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A town's symbol of tragedy is demolished

A Wisconsin home where six were gunned down is razed to make way for a memorial.

June 22, 2008|From the Associated Press

CRANDON, WIS. — The home where six young people died when a jealous off-duty sheriff's deputy went on a shooting rampage eight months ago has been likened to an infection in this small northern Wisconsin city.

The cure came early Saturday, when workers demolished the house.

"The house has got to go," said Bill Farr, pastor of Praise Chapel Community Church and chairman of the committee that bought the property near downtown to convert it to a memorial. "It has no symbol of peace. It is only a symbol of tragedy."

About 100 people watched from the streets Saturday just after sunrise as crews flattened the house with a backhoe and logging crane. The morning silence in this close-knit town of 2,000 people, where logging and recreation are key industries, was broken only by the roar of the equipment and splintering of the wood.

"It's hard for me to put into words. Relief will set in eventually," said Ed Smith, father of victim Aaron Smith, as he watched the wreckage being loaded onto a truck. "We're going to take a vacation and go camping for five days. We really and truly need a break."

Hours earlier, a few hundred people gathered at a Friday-night vigil outside the white two-story home. Many wore maroon T-shirts that said "Crandon Angels, rest in our hearts" and had the victims' names printed on the back.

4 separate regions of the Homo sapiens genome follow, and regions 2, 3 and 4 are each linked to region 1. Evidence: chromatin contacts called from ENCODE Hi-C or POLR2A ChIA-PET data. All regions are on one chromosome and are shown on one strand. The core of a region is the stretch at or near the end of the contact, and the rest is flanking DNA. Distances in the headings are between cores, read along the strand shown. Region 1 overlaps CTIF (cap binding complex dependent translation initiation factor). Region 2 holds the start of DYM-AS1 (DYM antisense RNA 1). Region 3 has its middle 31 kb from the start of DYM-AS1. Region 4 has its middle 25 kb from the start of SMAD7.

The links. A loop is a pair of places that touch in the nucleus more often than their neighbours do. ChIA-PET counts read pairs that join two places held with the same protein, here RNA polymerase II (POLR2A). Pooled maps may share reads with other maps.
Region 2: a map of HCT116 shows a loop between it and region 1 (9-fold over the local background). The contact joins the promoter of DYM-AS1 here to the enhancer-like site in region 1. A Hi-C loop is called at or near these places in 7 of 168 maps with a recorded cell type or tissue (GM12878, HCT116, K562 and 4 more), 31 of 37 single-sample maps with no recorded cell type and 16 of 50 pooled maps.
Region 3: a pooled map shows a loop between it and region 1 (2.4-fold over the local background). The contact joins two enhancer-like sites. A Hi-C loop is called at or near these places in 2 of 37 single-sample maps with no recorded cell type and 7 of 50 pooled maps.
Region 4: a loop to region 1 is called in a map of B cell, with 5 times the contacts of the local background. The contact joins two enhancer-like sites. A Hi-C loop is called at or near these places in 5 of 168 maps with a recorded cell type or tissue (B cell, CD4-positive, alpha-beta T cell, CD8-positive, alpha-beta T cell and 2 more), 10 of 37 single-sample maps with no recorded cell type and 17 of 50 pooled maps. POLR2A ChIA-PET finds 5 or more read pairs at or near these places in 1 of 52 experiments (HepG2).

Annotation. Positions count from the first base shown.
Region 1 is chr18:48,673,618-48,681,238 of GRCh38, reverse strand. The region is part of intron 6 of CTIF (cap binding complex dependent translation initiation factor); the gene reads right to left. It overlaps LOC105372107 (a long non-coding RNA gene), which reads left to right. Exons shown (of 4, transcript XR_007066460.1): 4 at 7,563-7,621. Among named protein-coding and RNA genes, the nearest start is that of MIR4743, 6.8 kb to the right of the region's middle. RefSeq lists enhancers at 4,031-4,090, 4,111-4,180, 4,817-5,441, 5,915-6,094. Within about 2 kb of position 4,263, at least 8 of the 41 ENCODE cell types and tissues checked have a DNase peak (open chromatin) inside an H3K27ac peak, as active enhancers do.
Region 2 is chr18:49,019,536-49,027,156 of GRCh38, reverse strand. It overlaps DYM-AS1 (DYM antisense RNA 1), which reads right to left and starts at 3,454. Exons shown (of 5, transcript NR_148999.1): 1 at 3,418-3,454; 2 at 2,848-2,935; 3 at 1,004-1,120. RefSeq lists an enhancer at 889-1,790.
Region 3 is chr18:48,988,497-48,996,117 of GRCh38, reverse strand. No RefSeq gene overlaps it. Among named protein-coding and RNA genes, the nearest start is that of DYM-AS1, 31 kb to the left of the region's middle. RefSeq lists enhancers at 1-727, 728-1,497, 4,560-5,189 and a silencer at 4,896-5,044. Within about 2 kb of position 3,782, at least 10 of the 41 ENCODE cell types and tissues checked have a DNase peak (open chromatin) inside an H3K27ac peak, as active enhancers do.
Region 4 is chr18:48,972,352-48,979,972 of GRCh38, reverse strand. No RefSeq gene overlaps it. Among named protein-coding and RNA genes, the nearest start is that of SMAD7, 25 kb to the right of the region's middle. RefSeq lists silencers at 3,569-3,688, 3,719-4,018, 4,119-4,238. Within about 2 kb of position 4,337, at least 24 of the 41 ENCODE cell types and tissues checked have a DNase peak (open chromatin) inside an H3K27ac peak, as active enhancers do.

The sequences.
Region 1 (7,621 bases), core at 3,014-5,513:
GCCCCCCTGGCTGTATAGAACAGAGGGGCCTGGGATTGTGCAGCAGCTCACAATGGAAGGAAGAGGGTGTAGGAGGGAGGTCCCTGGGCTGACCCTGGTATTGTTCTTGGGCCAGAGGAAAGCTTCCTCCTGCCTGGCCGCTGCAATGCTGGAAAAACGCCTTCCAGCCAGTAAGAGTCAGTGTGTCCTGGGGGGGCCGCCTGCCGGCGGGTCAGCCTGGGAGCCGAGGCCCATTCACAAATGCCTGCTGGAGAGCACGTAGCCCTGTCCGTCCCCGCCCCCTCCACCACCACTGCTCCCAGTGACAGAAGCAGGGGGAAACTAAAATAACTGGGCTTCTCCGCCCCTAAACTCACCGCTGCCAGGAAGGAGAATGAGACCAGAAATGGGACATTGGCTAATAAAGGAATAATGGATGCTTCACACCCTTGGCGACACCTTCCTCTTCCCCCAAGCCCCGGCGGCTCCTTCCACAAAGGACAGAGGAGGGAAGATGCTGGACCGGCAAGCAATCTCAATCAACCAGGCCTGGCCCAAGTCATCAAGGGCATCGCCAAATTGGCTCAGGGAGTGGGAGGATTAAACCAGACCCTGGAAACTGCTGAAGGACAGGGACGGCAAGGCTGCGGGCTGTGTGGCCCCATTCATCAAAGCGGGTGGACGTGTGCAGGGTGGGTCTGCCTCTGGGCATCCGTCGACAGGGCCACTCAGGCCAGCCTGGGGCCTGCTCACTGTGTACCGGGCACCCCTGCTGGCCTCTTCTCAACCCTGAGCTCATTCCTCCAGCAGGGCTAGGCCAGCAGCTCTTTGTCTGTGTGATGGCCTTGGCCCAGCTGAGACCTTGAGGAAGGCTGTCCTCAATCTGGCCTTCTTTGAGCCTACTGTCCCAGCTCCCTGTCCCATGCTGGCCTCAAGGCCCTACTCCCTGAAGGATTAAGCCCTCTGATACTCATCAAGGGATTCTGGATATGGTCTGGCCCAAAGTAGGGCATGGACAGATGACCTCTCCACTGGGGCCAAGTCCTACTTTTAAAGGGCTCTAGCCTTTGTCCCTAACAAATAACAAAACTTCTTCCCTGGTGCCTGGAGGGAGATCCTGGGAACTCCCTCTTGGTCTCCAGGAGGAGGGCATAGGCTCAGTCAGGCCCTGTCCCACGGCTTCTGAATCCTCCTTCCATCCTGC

Lee Smith, Aaron's mother, said she had anxiously waited for the house to be removed. The location is near the post office, so she couldn't always avoid it.

"I don't come by here unless I have to," she said.

"We will always remember what happened here, but once the house is gone we can move forward a little bit. We are never going to forget."

Workers who are volunteering their time and equipment began ripping down the house around 5 a.m. Its remains are to be buried in an undisclosed landfill in another state to make sure no one ever obtains a piece.

"I have related it like an infection," Farr said, "and until you clean out that infection, you can't heal. I see that in the families."

A committee headed by Farr formed shortly after the shootings and raised $71,000 to buy the property from the father of one of the victims.

The plan had always been to demolish the home, initially by burning it down. It just took longer to do than originally hoped, Farr said.

The memorial is to be a six-sided gazebo, each wall dedicated to one of the victims, with a water fountain in the middle, said Sue Hill, treasurer of the Fountain of Youth Memorial Fund. The hope is to finish construction by the anniversary of the shootings.

"The families have worked very, very hard to get to this point," Hill said.

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